Cheri's sister gave us a gift certificate for Yamato months ago, but we were waiting for the right time. And so we finally made a reservation, over 6 months later. 

dark and ruby, very thick
From the outside, Yamato is written in well spaced Trajan Pro, Japanese characters below it, all knocked out from a purple background with small fans, floating like parachutes above. Walking down to the entrance, you can feel the warmth behind the black framed glass - incandescent paper lights, beige fan pattens on the walls and birch furniture.
long legs with higher than average viscosity
This warm space welcoming from the front is actually just the walk-in area, which doesn't seem anything more than a regular sushi place. The host welcomed us and as we informed him of our reservation he walked us to the back and then to the left. On the way, we saw some ikebana arrangements, and it got very dark as we crossed a descending corridor to the second room.
Once inside this dining room, you feel like you are part of the show - dark marble walls, mirrors around, open concept room, big tables with hot plates and plenty of space. People are expecting something, not to mention the numerous kids there and the noise level going out the roof. Some tables had a chef, like our other half, but many were waiting.

sweet and sour, very fruity
As we sat we were given their menu - gold, textured, old-looking hard cover with 1 asymmetric flap. On the table lay fan-folded white cloths covering the chopsticks underneath. Inside the menu there are white laminated pages, not the perfect match with those lovely covers.
I picked their Sake Teppanyaki Dinner, which Cheri asked for their New York Sirloin Dinner. Out of curiosity, he had to check what was the Kobe Style Beef market price. We were betting if around under $60, we should try. It turned out to be over $200 - perhaps another time. Our waitress asked if we would like egg on our grilled veggies, and we should've said yes. 
Weeding through the many sakes offered, we asked our waitress for help. After some thinking and confusion, we refined our question - "Which one would Japanese people pick?" She pointed at the Shirakawago Sasa (Nigori Unfiltered Sake) but, I swear, she felt like she's doing something illegal.

despite the color, surprising refreshing
The Shirakawago Sasa cake in a blue bottle, served in an ice container- just like any quality sake should be enjoyed - chilled. It was smooth and creamy, not particularly fragrant, perhaps a bit near the end.
We few minutes later we got our clear, onion, miso-based soup, followed by their green salad with a sweet, house dressing.. Now we were getting anxious. Is our show coming? All 7 of us filled our table, and now we were watching the chef on the other side of table clean up. Quickly after our chef came out, dragging a little cart  of raw food. As if somebody was listening to our surprised conversation that chefs are rather international - ours was Japanese. He started off with the veggies cut right in front of us - his knifes looked like pleasure to play with. He put in the salt and pepper with hits, a rather loud melody. As we noticed later on, the egg is the ultimate thing to play with. Some chefs let it bounce in their hat, while ours made it jump a few times and landed it right on the edge of his spatula - to be broken in half. Then he added the rice and served it for the lucky people who picked that option. We got our rice in a bowl on the side. Another trick he did was making a mountain of onion rings and lighting them on fire. To be honest, I felt old to be there or rather lacking a child. Chefs kept on looking at the kids' expressions, parents being often more excited than the kids. I was happy to see a table full of adults, on the other side. Overall, a good vibe though, I can't deny.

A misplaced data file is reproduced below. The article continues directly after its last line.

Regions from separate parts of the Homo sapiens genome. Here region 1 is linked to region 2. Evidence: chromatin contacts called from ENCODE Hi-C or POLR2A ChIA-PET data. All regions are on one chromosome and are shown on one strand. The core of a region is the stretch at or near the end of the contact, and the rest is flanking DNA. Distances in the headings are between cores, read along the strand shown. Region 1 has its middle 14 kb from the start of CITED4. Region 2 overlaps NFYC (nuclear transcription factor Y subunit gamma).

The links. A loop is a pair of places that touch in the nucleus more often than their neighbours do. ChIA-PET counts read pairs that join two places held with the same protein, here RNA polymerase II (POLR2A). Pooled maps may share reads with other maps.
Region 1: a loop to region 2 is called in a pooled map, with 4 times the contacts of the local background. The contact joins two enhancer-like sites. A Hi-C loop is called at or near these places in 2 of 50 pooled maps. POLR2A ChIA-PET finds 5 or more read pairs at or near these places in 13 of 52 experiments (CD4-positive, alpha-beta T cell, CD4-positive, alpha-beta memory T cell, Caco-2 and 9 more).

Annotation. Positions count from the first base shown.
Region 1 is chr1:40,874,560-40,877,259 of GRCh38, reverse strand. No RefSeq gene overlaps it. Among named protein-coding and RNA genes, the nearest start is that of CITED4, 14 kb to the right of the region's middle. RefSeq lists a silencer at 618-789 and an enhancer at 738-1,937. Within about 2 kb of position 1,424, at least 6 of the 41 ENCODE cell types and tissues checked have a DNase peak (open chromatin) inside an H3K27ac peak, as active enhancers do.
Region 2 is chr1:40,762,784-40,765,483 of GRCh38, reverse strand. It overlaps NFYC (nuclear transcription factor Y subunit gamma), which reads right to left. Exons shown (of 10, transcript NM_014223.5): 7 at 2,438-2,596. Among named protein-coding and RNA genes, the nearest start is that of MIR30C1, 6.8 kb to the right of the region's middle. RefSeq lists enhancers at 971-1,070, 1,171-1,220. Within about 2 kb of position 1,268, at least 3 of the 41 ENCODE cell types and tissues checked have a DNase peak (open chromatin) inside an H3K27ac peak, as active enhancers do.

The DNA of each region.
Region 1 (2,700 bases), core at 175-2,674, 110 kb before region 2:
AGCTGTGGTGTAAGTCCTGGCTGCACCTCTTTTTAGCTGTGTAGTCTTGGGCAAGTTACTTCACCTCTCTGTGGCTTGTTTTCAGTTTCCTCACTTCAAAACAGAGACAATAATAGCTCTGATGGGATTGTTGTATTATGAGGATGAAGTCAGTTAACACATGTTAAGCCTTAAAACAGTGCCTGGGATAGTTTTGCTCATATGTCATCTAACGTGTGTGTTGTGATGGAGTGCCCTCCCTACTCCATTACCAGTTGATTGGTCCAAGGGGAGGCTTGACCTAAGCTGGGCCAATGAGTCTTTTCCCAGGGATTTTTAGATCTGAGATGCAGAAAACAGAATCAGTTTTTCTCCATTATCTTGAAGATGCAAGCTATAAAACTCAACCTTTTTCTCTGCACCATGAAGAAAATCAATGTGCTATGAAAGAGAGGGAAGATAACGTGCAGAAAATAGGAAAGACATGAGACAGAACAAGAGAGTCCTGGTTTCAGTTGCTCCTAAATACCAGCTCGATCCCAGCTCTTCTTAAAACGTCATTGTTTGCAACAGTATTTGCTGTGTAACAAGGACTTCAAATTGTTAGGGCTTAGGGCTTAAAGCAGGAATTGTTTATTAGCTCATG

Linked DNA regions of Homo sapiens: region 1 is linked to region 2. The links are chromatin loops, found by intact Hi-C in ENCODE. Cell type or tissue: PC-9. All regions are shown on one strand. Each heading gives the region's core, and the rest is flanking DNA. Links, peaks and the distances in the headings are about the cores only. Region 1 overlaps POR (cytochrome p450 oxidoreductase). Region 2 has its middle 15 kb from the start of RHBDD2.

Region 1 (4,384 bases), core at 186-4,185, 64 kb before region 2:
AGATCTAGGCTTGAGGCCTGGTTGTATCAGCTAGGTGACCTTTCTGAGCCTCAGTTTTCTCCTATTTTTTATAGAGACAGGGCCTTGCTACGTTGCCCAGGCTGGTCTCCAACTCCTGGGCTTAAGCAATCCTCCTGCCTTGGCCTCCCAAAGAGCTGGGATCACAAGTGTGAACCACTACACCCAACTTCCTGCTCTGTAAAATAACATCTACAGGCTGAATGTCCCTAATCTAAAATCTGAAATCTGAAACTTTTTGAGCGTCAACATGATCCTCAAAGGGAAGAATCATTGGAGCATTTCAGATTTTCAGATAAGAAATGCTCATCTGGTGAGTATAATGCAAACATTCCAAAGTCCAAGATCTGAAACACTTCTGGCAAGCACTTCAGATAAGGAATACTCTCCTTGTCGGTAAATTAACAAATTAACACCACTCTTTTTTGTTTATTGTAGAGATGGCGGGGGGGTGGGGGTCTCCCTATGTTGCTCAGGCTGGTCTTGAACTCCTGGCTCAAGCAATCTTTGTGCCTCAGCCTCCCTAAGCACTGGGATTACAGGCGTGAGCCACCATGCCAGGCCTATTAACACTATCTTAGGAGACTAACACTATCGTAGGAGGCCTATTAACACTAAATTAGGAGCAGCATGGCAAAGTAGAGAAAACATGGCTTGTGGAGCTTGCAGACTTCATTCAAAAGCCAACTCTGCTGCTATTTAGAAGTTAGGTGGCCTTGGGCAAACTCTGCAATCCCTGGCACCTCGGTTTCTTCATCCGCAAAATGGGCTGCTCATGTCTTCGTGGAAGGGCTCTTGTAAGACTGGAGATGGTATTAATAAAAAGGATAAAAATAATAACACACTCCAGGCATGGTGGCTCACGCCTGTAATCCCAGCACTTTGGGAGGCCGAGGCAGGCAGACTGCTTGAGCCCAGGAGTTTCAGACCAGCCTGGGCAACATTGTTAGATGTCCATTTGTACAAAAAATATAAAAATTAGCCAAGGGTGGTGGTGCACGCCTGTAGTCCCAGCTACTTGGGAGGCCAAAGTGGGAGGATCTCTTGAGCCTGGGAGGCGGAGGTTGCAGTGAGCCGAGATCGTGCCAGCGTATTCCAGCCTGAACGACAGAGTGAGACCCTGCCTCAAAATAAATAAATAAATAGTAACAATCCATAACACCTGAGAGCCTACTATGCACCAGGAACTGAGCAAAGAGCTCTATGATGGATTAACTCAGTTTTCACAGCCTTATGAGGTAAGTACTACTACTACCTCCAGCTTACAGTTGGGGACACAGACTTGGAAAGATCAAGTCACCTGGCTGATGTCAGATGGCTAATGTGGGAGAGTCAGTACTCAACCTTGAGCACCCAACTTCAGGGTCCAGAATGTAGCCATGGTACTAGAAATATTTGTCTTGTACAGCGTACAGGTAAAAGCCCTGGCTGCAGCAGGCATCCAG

an intriguing aftertaste, unexpectedly crisp
Food presentation of our plates was not a main concern of theirs, but the flavours really made up for that. My Salmon was very tender and smooth, probably one of the freshest I've had. Cheri's sirloin was a bit dry but still rare inside, not my type a thing. He didn't mind it, but no doubt the Sake salmon was great choice. 
I don't think dessert was an option, but either way we were pretty filled. 
It was quite the experience overall, definitely a very unique night for us.

A delicate Japanese plum wine.
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